Consular contacts

Key elements

Detention – particularly the initial days - can be a very traumatic experience for foreign national prisoners. Many do not speak the local language, and they may not understand why they are detained or how the legal system in the country operates.  In these circumstances, the right of detainees to have contact with a consular representative of their State if they so choose is very important. Support from consular officials may be vital in the initial days of detention, and such support may extend throughout the entire term of detention.

This right attaches to foreign national detainees. This term ‘foreign national detainee’ refers to those who do not have citizenship of the country in which they are imprisoned.
 

Analysis

A right to information on consular assistance

A detained foreign national has a right to be informed without delay that they may receive consular assistance if they so choose. ‘Without delay’ means at the time the accused is deprived of their liberty, or at least before making his or her first statement to authorities. In practice, this means that the obligation will usually fall to police, however on reception at a prison or pre-trial facility, detaining authorities must ensure detainees are able to exercise this right if they have not already done so.

Where the country from which the detainee originates has no diplomatic or consular representation, the detainee must be allowed to communicate with alternate diplomatic officials that represent them.  In cases where detainees are stateless or refugees, detaining authorities should facilitate contact with the diplomatic representative of the state that takes charge of their interest or the relevant national or international authority, for example, UNHCR.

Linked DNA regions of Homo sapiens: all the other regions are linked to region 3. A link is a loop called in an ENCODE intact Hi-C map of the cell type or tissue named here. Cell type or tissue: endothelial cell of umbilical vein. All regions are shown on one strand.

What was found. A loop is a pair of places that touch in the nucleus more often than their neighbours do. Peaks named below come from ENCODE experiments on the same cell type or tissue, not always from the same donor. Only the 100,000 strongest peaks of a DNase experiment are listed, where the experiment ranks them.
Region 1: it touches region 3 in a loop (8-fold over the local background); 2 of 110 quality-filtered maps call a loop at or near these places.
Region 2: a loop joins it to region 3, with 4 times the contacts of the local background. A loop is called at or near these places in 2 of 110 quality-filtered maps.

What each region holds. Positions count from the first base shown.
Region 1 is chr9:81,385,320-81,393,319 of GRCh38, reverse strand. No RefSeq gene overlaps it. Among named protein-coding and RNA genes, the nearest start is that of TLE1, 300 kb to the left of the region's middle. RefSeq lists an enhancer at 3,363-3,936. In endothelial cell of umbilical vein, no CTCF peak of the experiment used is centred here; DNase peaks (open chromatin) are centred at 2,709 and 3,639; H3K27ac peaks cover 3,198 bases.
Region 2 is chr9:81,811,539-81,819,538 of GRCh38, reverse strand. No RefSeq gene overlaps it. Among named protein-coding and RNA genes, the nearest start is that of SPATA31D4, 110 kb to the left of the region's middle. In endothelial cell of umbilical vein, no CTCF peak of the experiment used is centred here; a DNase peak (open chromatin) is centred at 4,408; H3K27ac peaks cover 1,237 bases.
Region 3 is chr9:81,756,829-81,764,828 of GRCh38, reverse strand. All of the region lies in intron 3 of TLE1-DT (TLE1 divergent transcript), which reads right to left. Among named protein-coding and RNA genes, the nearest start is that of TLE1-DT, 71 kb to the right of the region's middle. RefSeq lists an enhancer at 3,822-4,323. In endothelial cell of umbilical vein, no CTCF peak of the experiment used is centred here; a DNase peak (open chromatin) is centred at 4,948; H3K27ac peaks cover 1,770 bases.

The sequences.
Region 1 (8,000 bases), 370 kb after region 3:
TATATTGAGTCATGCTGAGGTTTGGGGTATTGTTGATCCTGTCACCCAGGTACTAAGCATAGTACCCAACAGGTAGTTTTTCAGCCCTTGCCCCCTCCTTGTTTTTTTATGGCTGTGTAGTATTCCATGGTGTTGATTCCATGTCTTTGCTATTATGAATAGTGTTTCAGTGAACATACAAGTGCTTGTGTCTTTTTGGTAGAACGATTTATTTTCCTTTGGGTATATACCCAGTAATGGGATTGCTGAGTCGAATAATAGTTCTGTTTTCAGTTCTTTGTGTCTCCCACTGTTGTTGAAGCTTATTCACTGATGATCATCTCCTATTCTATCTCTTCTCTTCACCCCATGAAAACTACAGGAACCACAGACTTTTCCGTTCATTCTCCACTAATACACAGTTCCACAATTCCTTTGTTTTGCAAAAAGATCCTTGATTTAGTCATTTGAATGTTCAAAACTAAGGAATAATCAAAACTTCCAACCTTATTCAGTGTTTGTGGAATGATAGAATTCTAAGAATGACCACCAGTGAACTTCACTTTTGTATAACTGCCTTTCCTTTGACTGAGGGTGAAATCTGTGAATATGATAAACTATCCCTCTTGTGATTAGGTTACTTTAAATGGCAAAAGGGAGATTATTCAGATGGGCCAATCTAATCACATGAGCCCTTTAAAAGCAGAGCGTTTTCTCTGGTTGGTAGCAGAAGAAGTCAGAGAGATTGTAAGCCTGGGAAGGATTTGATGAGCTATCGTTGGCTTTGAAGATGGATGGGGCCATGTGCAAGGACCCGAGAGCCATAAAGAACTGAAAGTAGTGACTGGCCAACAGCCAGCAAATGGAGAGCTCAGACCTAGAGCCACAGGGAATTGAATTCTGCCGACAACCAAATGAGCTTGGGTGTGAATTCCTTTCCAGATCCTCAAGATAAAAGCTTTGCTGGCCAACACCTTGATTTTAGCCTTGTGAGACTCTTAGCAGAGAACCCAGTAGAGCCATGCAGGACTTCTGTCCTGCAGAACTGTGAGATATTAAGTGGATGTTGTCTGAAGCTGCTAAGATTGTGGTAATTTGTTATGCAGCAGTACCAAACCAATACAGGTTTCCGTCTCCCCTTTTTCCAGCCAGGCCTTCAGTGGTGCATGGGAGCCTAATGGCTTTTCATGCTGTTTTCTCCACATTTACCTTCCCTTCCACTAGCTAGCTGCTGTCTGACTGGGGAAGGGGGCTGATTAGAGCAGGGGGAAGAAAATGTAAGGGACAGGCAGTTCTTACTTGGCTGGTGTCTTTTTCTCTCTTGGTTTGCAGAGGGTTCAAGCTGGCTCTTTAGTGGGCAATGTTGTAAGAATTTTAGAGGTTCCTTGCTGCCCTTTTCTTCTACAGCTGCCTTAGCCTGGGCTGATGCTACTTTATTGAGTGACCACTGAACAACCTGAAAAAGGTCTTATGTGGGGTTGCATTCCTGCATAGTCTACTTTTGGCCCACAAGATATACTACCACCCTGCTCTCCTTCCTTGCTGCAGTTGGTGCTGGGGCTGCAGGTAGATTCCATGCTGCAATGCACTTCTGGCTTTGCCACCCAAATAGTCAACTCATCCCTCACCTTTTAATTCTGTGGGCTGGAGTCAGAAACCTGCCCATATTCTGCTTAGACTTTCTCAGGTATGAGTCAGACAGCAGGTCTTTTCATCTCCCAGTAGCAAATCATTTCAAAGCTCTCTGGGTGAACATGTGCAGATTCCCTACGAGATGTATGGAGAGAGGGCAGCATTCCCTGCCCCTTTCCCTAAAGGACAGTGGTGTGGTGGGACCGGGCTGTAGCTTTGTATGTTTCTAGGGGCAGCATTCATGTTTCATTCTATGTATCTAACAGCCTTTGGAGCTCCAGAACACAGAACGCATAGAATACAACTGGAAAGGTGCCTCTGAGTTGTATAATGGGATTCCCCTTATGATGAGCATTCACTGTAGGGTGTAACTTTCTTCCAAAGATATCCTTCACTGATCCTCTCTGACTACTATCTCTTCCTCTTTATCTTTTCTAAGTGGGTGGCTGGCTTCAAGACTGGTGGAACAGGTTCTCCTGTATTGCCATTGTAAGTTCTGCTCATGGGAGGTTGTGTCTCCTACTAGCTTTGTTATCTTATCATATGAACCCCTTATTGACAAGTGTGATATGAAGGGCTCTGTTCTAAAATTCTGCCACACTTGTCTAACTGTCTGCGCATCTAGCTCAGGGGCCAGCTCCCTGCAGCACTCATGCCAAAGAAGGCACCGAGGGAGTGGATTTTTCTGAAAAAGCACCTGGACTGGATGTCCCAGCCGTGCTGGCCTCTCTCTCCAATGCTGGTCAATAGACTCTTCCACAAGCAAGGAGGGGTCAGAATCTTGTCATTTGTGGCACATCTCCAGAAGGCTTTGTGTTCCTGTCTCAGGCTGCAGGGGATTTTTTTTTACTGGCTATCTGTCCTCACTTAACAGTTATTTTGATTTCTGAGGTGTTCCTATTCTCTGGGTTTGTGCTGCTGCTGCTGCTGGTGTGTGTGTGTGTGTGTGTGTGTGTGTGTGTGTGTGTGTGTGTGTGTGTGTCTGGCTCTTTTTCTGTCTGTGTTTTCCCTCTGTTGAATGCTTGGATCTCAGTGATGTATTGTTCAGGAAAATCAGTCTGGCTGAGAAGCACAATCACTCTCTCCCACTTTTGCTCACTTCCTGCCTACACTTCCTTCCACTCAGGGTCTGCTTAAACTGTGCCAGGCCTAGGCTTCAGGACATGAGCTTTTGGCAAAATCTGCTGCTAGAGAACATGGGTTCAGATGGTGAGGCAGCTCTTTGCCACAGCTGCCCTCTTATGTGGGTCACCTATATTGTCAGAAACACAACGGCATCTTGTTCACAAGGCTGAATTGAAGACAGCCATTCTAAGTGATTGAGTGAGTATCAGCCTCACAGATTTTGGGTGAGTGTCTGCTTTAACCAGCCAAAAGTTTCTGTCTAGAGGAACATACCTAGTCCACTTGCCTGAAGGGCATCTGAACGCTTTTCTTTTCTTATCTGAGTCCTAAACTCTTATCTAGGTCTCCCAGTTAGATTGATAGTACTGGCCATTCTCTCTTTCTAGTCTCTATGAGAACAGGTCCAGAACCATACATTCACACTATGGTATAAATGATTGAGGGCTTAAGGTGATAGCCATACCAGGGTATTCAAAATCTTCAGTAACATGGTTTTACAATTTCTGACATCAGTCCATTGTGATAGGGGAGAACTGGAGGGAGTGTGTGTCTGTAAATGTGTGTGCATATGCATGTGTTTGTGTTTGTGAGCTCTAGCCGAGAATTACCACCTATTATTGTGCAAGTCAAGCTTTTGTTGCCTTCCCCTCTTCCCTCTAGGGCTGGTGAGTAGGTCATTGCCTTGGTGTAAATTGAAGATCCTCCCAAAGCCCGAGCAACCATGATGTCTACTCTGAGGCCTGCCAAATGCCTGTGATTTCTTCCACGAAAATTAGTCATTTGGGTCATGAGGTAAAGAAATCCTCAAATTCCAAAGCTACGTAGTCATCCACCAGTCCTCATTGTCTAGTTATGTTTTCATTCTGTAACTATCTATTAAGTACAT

Where a detainee holds dual or multiple nationalities but not including that for the state in which he or she is detained, authorities are obliged to promptly contact all relevant consulates as requested by the detainee.  Where a detainee has dual or multiple nationalities including that of the state he or she is arrested in, it will depend on the practice of the state concerned as to whether the detainee is offered the right to contact the consulate(s) concerned.

If a detainee does not want Consular officials to be notified, that must generally be respected by the detaining authorities unless a bilateral treaty between the sending and receiving state is in force that requires consulates to be automatically notified by detaining authorities on detention of one of their nationals. There may be a number of reasons that detainees do not wish to speak with consular officials: for example, they do not want their families or their home government to know of their imprisonment, they may not have faith in the consular services, or they may not wish to draw attention to their situation within the prison environment.
 

Role of consular officials

Beyond the role of arranging legal representation for a detainee if required, the role of consular officials vis-à-vis their detained national is not defined in detail in international law, although sometimes bilateral treaties between states will set out functions, in which case, a detainee should be informed of these particular  consulate functions or obligations.